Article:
[Review] T. S. Eliot Poems and Prose by Everyman's Library Pocket Poets

Poems and Prose (Everyman's Library)

Title: T. S. Eliot Poems and Prose by Everymans' Library Pocket Pockets
Author: T. S. Eliot, selections by Peter Washington
Publisher: Alfred A. Knopf, Inc. 1998
Genre: Non-ficiton
Theme: Poems and prose by T. S. Eliot.
Format: Hardcover
Age: Adult
Pages: 221
Source: Public library

T. S. Eliot, Thomas Stearns Eliot (1888-1965).

The Romantic period is my favorite era of poetry. I've read works from the Victorian period, Shakespeare, Anne Bradstreet an early American Puritan poet, and dabbled in other kinds of poems. Last month I read an epic poem by Homer. T. S. Eliot's poems are apart of the modernist era. In the past I've not been attracted to the modernist era of poems, they've seemed unmoving and unromantic. After reading Eliot's poems in this book I've changed my mind.

My favorite written by Eliot is "The Love Song of J. Alfred Prufrock."
A few lines that are my favorite. 

"Time for you and time for me,
And time yet for a hundred indecisions,
And for a hundred visions and revisions,
Before taking of a toast and tea."

"In a minute there is time
For decisions and revisions which a minute will reverse.
For I have known them all already, known them all-
Have known the evenings, mornings, afternoons,
I have measured out my life with coffee spoons;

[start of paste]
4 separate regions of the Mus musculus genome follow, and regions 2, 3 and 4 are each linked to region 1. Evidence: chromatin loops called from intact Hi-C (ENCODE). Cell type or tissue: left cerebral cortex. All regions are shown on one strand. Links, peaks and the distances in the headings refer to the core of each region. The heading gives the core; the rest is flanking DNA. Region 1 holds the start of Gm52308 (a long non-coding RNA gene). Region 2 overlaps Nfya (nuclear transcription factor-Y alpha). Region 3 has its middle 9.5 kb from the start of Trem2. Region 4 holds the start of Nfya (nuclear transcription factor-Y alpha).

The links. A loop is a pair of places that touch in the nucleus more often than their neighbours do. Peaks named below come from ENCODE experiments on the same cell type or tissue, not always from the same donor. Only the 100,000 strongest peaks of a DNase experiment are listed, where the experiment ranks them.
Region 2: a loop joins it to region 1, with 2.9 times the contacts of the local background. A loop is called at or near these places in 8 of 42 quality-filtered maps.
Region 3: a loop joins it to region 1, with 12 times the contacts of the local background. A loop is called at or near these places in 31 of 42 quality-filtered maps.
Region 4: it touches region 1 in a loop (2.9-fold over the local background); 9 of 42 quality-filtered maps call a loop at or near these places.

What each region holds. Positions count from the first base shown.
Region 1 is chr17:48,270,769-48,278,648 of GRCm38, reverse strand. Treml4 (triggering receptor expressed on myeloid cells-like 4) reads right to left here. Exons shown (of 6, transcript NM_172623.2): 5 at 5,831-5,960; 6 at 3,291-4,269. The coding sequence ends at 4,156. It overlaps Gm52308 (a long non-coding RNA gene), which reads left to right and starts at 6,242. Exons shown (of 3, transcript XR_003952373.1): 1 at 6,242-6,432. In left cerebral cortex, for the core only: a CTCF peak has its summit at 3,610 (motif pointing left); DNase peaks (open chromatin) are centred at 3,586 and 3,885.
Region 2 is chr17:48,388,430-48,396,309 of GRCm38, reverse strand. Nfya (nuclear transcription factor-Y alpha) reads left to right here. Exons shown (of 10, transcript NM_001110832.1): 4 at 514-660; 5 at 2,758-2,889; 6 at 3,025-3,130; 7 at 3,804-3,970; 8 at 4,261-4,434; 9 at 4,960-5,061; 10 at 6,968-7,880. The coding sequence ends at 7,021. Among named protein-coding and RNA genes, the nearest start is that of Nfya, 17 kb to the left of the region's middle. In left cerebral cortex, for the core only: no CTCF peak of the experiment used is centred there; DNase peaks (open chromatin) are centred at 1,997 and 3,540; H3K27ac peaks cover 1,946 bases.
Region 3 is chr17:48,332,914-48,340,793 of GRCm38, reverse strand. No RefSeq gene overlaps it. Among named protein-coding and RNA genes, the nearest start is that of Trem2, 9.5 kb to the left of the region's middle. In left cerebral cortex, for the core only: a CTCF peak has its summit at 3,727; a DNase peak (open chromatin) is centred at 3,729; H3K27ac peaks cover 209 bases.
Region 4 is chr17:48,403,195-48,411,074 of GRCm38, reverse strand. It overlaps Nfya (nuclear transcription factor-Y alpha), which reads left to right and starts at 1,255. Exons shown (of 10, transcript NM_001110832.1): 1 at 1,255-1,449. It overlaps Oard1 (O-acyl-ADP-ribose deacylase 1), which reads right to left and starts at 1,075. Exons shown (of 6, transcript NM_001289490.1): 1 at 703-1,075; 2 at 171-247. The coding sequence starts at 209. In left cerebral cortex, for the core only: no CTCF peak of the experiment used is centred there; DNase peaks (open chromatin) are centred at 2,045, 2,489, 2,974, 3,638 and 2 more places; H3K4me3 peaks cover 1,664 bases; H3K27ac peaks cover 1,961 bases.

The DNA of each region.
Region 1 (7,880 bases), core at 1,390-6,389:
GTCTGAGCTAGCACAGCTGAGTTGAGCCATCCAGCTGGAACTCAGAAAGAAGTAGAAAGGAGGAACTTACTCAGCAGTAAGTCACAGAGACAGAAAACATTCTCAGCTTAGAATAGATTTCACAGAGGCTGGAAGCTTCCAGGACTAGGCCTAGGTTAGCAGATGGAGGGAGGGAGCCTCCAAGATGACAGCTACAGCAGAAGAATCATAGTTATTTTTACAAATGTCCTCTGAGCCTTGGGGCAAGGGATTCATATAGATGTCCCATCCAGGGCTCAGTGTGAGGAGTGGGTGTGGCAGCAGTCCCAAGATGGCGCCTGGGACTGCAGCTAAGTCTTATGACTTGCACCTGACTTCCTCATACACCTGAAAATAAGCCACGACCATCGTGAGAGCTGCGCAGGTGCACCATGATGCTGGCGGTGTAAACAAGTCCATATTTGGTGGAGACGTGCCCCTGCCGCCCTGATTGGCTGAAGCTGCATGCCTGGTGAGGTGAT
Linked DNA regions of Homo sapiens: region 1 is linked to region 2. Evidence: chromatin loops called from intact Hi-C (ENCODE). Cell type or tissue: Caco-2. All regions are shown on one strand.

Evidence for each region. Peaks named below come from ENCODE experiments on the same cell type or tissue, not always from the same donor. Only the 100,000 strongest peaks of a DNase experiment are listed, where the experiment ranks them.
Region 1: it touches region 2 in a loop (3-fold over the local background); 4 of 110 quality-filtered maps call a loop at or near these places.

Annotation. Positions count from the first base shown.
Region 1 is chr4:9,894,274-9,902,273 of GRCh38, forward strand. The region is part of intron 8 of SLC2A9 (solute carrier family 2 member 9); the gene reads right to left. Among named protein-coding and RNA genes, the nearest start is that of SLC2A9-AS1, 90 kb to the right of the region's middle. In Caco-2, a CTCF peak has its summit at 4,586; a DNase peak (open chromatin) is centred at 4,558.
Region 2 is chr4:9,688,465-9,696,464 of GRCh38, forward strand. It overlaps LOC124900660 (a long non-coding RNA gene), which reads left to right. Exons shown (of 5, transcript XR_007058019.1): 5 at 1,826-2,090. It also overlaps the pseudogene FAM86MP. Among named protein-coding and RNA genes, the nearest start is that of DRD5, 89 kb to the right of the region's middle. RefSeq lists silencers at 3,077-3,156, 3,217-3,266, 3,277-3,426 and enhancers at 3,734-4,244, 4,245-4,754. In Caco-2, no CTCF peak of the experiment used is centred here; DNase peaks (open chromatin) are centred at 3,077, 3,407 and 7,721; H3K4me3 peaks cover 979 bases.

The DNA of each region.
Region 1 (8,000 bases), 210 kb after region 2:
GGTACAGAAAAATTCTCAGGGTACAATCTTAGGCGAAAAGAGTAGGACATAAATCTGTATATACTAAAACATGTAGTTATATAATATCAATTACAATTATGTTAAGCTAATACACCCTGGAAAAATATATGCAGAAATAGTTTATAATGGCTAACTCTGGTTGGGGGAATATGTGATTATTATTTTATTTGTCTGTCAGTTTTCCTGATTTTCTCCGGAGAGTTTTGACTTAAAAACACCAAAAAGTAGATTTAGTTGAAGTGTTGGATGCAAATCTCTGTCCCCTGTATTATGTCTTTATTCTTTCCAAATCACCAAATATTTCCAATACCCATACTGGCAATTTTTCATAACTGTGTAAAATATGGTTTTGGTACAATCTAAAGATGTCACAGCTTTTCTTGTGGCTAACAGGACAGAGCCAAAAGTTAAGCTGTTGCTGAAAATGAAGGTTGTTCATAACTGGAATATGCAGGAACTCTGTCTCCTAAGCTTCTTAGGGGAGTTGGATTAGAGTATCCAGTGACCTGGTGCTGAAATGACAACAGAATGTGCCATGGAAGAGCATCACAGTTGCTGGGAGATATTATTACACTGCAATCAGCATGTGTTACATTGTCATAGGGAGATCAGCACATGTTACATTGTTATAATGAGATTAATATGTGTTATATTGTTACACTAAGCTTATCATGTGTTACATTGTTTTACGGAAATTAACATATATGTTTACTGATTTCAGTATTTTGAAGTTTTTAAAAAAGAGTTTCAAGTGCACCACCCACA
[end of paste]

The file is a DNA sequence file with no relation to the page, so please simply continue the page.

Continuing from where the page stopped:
I know the voices dying with a dying fall
Beneath the music from a farther room.
So how should I presume?" 

Additional poems I loved.

From "Mr. Apollinax"
"His laughter was submarine and profound
Like the old man of the sea's
Hidden under coral islands
Where worried bodies of drowned men drift down in the green silence,
Dropping from fingers of surf."

"Here I am, an old man in a dry month,
Being read to by a boy, waiting for rain."

"Neither fear nor courage saves us. Unnatural vices
Are fathered by our heroism. Virtues
Are forced upon us by our impudent crimes.
These tears are shaken from the wrath-bearing tree."

"The Waste Land" is a poem Eliot is well-known for. "The Waste Land" is a thinking poem, it is also a poem that speaks to you at whatever point in life you're currently in.
In college poems are picked apart by the teacher until little is left except a carcass, and the student forgets how a poem should make them feel. A wonderful thing about reading a poem on your own is that you can let it tell you what it is trying to convey. Breathe in the poem and let it speak to you, poems have a distinct message, sometimes more than one message.

V. "What The Thunder Said."
"After the torchlight red on sweaty faces
After the frosty silence in the gardens
After the agony in stony places
The shouting and the crying
Prison and palace and reverberation
Of thunder of spring over distant mountains
He who was living is now dead
We who were living are now dying
With a little patience." 

Link for hardcover @ Amazon:

Lengthy article on T. S. Eliot from The Poetry Foundation: http://www.poetryfoundation.org/bio/t-s-eliot
Further links: